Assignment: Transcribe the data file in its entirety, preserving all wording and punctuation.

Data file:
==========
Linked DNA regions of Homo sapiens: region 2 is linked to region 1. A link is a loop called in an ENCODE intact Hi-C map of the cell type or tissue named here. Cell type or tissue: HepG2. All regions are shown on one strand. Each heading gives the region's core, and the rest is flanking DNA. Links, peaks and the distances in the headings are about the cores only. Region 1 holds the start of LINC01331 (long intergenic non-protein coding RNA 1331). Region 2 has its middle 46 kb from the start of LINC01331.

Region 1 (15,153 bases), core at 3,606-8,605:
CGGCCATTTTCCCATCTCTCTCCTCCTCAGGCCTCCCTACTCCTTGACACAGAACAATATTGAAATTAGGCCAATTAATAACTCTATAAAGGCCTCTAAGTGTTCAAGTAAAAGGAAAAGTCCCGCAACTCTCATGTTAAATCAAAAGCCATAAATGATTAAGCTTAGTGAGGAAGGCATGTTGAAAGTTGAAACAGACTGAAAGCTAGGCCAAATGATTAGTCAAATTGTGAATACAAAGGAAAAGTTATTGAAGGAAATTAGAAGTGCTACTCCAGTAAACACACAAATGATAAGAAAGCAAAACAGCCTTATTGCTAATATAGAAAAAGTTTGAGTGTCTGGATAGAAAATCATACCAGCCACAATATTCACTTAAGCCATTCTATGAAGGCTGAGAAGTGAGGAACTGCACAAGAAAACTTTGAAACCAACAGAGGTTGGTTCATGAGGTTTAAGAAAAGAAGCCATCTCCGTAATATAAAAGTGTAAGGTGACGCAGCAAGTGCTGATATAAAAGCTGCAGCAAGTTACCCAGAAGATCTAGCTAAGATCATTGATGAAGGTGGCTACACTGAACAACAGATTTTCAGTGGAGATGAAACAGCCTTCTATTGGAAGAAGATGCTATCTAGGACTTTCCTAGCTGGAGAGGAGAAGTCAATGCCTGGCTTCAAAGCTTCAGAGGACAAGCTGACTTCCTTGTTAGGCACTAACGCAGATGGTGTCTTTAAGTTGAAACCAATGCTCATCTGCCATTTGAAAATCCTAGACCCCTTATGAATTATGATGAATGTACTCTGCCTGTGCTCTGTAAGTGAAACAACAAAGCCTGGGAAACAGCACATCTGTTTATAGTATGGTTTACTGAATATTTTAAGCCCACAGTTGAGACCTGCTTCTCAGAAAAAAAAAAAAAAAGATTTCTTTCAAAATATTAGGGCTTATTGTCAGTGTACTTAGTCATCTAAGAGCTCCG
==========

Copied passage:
Linked DNA regions of Homo sapiens: region 2 is linked to region 1. A link is a loop called in an ENCODE intact Hi-C map of the cell type or tissue named here. Cell type or tissue: HepG2. All regions are shown on one strand. Each heading gives the region's core, and the rest is flanking DNA. Links, peaks and the distances in the headings are about the cores only. Region 1 holds the start of LINC01331 (long intergenic non-protein coding RNA 1331). Region 2 has its middle 46 kb from the start of LINC01331.

Region 1 (15,153 bases), core at 3,606-8,605:
CGGCCATTTTCCCATCTCTCTCCTCCTCAGGCCTCCCTACTCCTTGACACAGAACAATATTGAAATTAGGCCAATTAATAACTCTATAAAGGCCTCTAAGTGTTCAAGTAAAAGGAAAAGTCCCGCAACTCTCATGTTAAATCAAAAGCCATAAATGATTAAGCTTAGTGAGGAAGGCATGTTGAAAGTTGAAACAGACTGAAAGCTAGGCCAAATGATTAGTCAAATTGTGAATACAAAGGAAAAGTTATTGAAGGAAATTAGAAGTGCTACTCCAGTAAACACACAAATGATAAGAAAGCAAAACAGCCTTATTGCTAATATAGAAAAAGTTTGAGTGTCTGGATAGAAAATCATACCAGCCACAATATTCACTTAAGCCATTCTATGAAGGCTGAGAAGTGAGGAACTGCACAAGAAAACTTTGAAACCAACAGAGGTTGGTTCATGAGGTTTAAGAAAAGAAGCCATCTCCGTAATATAAAAGTGTAAGGTGACGCAGCAAGTGCTGATATAAAAGCTGCAGCAAGTTACCCAGAAGATCTAGCTAAGATCATTGATGAAGGTGGCTACACTGAACAACAGATTTTCAGTGGAGATGAAACAGCCTTCTATTGGAAGAAGATGCTATCTAGGACTTTCCTAGCTGGAGAGGAGAAGTCAATGCCTGGCTTCAAAGCTTCAGAGGACAAGCTGACTTCCTTGTTAGGCACTAACGCAGATGGTGTCTTTAAGTTGAAACCAATGCTCATCTGCCATTTGAAAATCCTAGACCCCTTATGAATTATGATGAATGTACTCTGCCTGTGCTCTGTAAGTGAAACAACAAAGCCTGGGAAACAGCACATCTGTTTATAGTATGGTTTACTGAATATTTTAAGCCCACAGTTGAGACCTGCTTCTCAGAAAAAAAAAAAAAAAGATTTCTTTCAAAATATTAGGGCTTATTGTCAGTGTACTTAGTCATCTAAGAGCTCCG